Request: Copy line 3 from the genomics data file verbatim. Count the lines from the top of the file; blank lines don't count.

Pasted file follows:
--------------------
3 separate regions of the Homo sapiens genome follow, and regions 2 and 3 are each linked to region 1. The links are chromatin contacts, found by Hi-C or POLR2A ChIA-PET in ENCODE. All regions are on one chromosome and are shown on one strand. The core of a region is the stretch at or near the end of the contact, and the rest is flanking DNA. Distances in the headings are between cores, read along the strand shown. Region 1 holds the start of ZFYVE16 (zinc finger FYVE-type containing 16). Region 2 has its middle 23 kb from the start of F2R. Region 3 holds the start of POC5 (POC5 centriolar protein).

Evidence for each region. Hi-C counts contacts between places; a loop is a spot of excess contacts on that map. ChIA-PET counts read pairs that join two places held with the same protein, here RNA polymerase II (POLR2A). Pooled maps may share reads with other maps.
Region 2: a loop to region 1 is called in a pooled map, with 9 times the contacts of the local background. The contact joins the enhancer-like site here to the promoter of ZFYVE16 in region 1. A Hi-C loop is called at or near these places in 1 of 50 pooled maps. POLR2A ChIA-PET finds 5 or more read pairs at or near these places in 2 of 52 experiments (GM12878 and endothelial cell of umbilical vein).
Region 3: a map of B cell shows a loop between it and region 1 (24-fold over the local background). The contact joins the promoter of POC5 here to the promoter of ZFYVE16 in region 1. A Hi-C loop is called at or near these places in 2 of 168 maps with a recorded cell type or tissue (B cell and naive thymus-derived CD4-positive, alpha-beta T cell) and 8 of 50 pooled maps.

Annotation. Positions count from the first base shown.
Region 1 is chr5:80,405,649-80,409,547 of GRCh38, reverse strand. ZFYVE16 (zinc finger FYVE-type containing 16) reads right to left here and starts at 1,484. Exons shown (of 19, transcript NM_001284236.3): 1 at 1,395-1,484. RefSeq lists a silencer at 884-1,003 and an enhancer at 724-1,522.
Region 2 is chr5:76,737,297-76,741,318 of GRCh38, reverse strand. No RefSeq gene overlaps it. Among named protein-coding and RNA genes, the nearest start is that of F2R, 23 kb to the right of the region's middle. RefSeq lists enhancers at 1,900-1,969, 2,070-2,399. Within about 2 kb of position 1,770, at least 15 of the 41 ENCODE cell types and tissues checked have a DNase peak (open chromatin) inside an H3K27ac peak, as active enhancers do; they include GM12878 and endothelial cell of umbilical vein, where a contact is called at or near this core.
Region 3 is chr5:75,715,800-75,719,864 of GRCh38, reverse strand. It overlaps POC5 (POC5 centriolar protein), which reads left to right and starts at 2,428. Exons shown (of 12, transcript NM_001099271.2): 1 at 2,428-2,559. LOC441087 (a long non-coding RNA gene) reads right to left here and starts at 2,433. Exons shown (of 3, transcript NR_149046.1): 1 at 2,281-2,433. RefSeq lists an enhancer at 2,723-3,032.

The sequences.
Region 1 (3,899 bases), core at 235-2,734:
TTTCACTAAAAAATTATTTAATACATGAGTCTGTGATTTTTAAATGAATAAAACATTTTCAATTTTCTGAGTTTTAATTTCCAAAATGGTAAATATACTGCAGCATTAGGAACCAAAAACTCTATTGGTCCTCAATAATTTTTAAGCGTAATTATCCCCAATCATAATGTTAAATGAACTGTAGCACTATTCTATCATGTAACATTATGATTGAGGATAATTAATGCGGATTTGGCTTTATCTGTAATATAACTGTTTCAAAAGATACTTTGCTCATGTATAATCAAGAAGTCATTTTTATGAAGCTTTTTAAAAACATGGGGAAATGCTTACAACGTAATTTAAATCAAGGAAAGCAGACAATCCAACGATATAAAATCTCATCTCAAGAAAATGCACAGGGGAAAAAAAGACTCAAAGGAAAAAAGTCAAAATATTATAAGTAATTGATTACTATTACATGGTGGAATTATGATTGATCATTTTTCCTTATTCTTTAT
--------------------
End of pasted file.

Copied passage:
Region 2: a loop to region 1 is called in a pooled map, with 9 times the contacts of the local background. The contact joins the enhancer-like site here to the promoter of ZFYVE16 in region 1. A Hi-C loop is called at or near these places in 1 of 50 pooled maps. POLR2A ChIA-PET finds 5 or more read pairs at or near these places in 2 of 52 experiments (GM12878 and endothelial cell of umbilical vein).